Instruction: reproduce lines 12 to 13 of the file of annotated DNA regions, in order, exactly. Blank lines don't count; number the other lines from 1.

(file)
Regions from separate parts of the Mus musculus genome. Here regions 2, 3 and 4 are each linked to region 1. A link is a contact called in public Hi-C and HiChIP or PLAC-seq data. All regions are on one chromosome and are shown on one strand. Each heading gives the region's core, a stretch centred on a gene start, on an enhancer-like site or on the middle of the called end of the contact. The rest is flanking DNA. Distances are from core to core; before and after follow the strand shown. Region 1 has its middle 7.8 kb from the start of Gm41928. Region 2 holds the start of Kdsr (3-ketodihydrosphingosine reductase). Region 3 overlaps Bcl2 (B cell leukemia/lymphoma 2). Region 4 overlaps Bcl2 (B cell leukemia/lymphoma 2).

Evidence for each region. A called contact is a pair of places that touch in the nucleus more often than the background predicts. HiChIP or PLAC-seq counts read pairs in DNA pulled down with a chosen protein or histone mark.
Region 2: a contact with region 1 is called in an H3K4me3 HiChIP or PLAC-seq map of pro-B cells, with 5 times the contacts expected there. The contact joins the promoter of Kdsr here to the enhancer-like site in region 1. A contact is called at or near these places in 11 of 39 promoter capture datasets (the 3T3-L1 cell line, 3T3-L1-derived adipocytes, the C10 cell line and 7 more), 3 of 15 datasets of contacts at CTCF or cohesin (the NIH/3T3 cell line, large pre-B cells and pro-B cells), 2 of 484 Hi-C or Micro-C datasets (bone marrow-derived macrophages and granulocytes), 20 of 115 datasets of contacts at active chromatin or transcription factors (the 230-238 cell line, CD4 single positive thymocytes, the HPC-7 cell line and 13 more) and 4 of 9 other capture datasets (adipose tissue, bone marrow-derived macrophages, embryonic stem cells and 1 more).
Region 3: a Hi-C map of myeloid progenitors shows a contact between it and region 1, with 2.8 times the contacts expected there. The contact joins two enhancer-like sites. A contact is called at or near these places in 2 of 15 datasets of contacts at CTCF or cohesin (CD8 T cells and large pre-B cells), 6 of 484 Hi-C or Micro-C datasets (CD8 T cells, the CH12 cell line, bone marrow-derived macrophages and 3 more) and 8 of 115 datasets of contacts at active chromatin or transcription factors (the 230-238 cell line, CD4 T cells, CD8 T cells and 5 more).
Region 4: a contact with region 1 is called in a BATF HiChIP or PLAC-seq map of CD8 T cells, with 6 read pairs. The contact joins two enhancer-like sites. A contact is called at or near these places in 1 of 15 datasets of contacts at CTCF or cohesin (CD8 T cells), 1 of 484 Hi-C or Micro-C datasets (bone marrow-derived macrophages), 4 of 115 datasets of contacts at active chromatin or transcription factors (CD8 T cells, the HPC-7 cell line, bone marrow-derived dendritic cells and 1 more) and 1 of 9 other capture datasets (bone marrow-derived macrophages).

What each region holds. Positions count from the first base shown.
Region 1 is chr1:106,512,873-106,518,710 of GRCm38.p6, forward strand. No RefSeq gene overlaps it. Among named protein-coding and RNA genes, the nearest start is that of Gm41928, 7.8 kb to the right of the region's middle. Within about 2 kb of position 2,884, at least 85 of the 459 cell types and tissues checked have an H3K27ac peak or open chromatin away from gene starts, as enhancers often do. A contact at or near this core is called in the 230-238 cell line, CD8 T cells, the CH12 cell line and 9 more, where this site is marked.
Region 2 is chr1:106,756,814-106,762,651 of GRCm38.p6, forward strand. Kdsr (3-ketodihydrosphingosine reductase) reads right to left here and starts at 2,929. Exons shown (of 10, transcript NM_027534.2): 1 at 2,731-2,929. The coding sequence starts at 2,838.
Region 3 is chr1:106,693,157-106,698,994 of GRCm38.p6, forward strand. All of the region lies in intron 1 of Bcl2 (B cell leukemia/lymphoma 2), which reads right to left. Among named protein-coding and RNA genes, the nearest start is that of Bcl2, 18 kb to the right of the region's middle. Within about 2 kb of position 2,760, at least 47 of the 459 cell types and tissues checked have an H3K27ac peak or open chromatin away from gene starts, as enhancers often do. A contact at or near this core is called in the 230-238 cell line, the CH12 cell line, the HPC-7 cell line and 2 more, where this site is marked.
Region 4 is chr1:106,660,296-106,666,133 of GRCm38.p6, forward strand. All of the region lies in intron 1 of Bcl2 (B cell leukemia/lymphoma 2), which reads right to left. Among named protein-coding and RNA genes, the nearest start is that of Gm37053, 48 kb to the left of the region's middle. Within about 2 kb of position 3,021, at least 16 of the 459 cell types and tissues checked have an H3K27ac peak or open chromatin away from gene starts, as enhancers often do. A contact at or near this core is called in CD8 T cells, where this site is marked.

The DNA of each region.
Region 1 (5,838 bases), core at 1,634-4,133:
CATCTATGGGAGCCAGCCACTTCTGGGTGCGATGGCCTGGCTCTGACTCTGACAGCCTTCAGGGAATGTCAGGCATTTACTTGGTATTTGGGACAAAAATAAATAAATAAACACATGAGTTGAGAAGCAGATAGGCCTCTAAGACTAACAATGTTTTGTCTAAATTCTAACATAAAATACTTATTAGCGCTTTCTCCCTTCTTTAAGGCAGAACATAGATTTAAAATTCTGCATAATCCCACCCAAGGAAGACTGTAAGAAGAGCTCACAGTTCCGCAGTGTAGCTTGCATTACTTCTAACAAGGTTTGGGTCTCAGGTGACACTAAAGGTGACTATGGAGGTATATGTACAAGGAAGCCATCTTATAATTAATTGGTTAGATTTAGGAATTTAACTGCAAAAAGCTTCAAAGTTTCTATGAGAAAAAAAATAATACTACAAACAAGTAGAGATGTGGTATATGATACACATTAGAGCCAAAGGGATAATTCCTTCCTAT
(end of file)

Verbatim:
Region 1 (5,838 bases), core at 1,634-4,133:
CATCTATGGGAGCCAGCCACTTCTGGGTGCGATGGCCTGGCTCTGACTCTGACAGCCTTCAGGGAATGTCAGGCATTTACTTGGTATTTGGGACAAAAATAAATAAATAAACACATGAGTTGAGAAGCAGATAGGCCTCTAAGACTAACAATGTTTTGTCTAAATTCTAACATAAAATACTTATTAGCGCTTTCTCCCTTCTTTAAGGCAGAACATAGATTTAAAATTCTGCATAATCCCACCCAAGGAAGACTGTAAGAAGAGCTCACAGTTCCGCAGTGTAGCTTGCATTACTTCTAACAAGGTTTGGGTCTCAGGTGACACTAAAGGTGACTATGGAGGTATATGTACAAGGAAGCCATCTTATAATTAATTGGTTAGATTTAGGAATTTAACTGCAAAAAGCTTCAAAGTTTCTATGAGAAAAAAAATAATACTACAAACAAGTAGAGATGTGGTATATGATACACATTAGAGCCAAAGGGATAATTCCTTCCTAT